Emanon Volume 1: Memories of Emanon Review: Sequel Please

Life changing events happen when you least suspect it. Even if it’s just taking a ferry home, something on that ferry will change your life whether you want it or night. That’s one of the themes in the manga “Emanon Volume 1: Memories of Emanon,” based on the novel by Shinji Kajio with art by Kenji Tsuruta and it’s a spiritual journey.   In 1967 Japan, a young college student is on his way home on a long ferry ride when he meets a mysterious “hippie chick” who only identifies herself as “Emanon” (“No Name” spelled backward.) He finds out she’s actually billions of years old and has all of her memories.

So is this woman telling the truth or she is just twisting a tale? The story is one of the best in a long time. The conversations between Emanon and the young man are interesting, especially the Emanon’s life. What works perfectly is that the writing does a great job of making the reader question whether or not Emanon is telling the truth. That’s the strength of the storytelling: Emanon is such a fine storyteller that you’re not sure if she’s lying or not. Of course, most people will be put off by this story. It’s a super simple story and it may appear like it’s about Emanon but it’s really about the young man.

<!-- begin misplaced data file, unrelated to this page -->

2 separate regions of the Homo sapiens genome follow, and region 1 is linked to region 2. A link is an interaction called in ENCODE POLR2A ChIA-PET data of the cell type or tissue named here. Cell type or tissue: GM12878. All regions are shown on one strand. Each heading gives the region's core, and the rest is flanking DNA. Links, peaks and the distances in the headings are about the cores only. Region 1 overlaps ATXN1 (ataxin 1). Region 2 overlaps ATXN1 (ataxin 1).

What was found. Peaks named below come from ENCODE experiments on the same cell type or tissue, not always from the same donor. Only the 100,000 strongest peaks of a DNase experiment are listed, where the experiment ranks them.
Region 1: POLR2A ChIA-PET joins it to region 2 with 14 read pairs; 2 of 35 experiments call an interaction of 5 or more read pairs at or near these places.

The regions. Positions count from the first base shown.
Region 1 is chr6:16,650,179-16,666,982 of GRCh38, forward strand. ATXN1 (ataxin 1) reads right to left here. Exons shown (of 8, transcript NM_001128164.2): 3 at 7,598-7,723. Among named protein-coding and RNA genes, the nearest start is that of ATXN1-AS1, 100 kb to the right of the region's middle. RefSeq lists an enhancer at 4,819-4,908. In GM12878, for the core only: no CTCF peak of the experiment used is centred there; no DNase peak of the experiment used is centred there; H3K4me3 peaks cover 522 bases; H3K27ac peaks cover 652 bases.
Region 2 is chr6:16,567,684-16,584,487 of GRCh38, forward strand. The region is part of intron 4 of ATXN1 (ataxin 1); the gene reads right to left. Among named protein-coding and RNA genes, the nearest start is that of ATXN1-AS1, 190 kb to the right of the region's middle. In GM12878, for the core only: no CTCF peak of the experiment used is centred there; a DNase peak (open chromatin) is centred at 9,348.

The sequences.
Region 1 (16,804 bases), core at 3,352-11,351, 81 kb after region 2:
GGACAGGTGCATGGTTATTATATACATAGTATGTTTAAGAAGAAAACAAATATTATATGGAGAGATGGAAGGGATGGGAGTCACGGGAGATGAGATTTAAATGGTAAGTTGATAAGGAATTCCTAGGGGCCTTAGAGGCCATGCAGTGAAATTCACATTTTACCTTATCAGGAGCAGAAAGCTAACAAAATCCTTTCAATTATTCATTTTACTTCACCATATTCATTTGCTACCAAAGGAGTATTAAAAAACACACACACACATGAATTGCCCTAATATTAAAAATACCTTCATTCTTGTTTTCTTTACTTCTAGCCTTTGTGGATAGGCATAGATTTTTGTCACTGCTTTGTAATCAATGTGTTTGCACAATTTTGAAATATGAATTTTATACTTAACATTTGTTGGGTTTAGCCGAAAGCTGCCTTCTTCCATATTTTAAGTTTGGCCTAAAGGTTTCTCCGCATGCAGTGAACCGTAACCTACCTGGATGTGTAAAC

The artwork is also great. Tsuruta was able to create characters that both look amazing but also keeping with the whole real-world aesthetic. In both the black and white and color panels, Emanon looks absolutely amazing. While few and far between, Tsuruta manages to get the backgrounds right. The prime example is the ferry and how crowded and tight it looks. You feel claustrophobic just by looking at it. “Emanon Volume 1: Memories of Emanon” has both a great story and great art even if some people will dismiss the premise. The writing keeps the reader guessing and there are plenty of surprises abound which will make the reader want to read the sequels.

About Rocco Sansone 733 Articles
Rocco Sansone is a “man of many interests.” These include anime/manga, video games, tabletop RPGs, YA literature, 19th century literature, the New York Rangers, and history. Among the things and places he would like to see before he dies are Japan, half of Europe, and the New York Rangers win another Stanley Cup.

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